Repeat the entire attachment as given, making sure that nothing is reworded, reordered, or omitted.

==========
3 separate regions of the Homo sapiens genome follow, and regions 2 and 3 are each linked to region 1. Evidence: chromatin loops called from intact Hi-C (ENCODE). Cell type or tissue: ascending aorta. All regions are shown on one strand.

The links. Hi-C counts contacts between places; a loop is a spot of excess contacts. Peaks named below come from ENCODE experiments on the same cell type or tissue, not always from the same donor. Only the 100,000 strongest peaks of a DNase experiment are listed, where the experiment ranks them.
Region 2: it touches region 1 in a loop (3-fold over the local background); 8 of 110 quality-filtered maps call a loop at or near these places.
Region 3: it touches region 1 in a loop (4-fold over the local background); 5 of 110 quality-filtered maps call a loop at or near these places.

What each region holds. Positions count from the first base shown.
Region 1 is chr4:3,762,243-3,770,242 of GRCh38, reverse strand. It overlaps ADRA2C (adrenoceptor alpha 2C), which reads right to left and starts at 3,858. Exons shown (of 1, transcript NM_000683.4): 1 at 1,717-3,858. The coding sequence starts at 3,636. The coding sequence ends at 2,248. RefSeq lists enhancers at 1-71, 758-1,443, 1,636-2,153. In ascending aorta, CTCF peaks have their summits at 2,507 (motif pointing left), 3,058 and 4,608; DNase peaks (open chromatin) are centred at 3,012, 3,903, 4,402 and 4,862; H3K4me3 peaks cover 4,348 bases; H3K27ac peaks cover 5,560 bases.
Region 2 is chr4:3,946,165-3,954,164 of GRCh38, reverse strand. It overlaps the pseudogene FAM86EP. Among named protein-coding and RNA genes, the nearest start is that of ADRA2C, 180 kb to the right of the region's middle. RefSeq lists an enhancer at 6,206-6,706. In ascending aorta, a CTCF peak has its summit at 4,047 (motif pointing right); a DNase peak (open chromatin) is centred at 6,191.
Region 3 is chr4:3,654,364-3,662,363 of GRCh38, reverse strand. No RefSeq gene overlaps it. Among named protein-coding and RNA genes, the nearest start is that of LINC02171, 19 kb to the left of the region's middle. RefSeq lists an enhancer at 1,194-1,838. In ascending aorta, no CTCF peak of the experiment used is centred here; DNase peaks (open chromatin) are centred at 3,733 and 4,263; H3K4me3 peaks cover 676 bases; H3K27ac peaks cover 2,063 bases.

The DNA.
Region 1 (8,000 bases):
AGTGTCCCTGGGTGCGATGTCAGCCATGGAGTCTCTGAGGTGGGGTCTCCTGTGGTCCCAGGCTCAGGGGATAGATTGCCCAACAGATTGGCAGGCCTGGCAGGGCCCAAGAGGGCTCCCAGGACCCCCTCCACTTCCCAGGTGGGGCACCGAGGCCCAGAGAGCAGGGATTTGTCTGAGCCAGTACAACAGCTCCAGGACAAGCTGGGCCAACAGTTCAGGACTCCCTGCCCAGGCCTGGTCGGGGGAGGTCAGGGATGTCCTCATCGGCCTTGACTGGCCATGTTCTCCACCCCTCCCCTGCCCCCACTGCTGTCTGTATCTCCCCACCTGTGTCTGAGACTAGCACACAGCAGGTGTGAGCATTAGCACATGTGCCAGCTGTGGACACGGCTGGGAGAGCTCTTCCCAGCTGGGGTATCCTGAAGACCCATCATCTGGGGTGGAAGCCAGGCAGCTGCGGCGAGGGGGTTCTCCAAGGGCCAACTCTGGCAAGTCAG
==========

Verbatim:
3 separate regions of the Homo sapiens genome follow, and regions 2 and 3 are each linked to region 1. Evidence: chromatin loops called from intact Hi-C (ENCODE). Cell type or tissue: ascending aorta. All regions are shown on one strand.

The links. Hi-C counts contacts between places; a loop is a spot of excess contacts. Peaks named below come from ENCODE experiments on the same cell type or tissue, not always from the same donor. Only the 100,000 strongest peaks of a DNase experiment are listed, where the experiment ranks them.
Region 2: it touches region 1 in a loop (3-fold over the local background); 8 of 110 quality-filtered maps call a loop at or near these places.
Region 3: it touches region 1 in a loop (4-fold over the local background); 5 of 110 quality-filtered maps call a loop at or near these places.

What each region holds. Positions count from the first base shown.
Region 1 is chr4:3,762,243-3,770,242 of GRCh38, reverse strand. It overlaps ADRA2C (adrenoceptor alpha 2C), which reads right to left and starts at 3,858. Exons shown (of 1, transcript NM_000683.4): 1 at 1,717-3,858. The coding sequence starts at 3,636. The coding sequence ends at 2,248. RefSeq lists enhancers at 1-71, 758-1,443, 1,636-2,153. In ascending aorta, CTCF peaks have their summits at 2,507 (motif pointing left), 3,058 and 4,608; DNase peaks (open chromatin) are centred at 3,012, 3,903, 4,402 and 4,862; H3K4me3 peaks cover 4,348 bases; H3K27ac peaks cover 5,560 bases.
Region 2 is chr4:3,946,165-3,954,164 of GRCh38, reverse strand. It overlaps the pseudogene FAM86EP. Among named protein-coding and RNA genes, the nearest start is that of ADRA2C, 180 kb to the right of the region's middle. RefSeq lists an enhancer at 6,206-6,706. In ascending aorta, a CTCF peak has its summit at 4,047 (motif pointing right); a DNase peak (open chromatin) is centred at 6,191.
Region 3 is chr4:3,654,364-3,662,363 of GRCh38, reverse strand. No RefSeq gene overlaps it. Among named protein-coding and RNA genes, the nearest start is that of LINC02171, 19 kb to the left of the region's middle. RefSeq lists an enhancer at 1,194-1,838. In ascending aorta, no CTCF peak of the experiment used is centred here; DNase peaks (open chromatin) are centred at 3,733 and 4,263; H3K4me3 peaks cover 676 bases; H3K27ac peaks cover 2,063 bases.

The DNA.
Region 1 (8,000 bases):
AGTGTCCCTGGGTGCGATGTCAGCCATGGAGTCTCTGAGGTGGGGTCTCCTGTGGTCCCAGGCTCAGGGGATAGATTGCCCAACAGATTGGCAGGCCTGGCAGGGCCCAAGAGGGCTCCCAGGACCCCCTCCACTTCCCAGGTGGGGCACCGAGGCCCAGAGAGCAGGGATTTGTCTGAGCCAGTACAACAGCTCCAGGACAAGCTGGGCCAACAGTTCAGGACTCCCTGCCCAGGCCTGGTCGGGGGAGGTCAGGGATGTCCTCATCGGCCTTGACTGGCCATGTTCTCCACCCCTCCCCTGCCCCCACTGCTGTCTGTATCTCCCCACCTGTGTCTGAGACTAGCACACAGCAGGTGTGAGCATTAGCACATGTGCCAGCTGTGGACACGGCTGGGAGAGCTCTTCCCAGCTGGGGTATCCTGAAGACCCATCATCTGGGGTGGAAGCCAGGCAGCTGCGGCGAGGGGGTTCTCCAAGGGCCAACTCTGGCAAGTCAG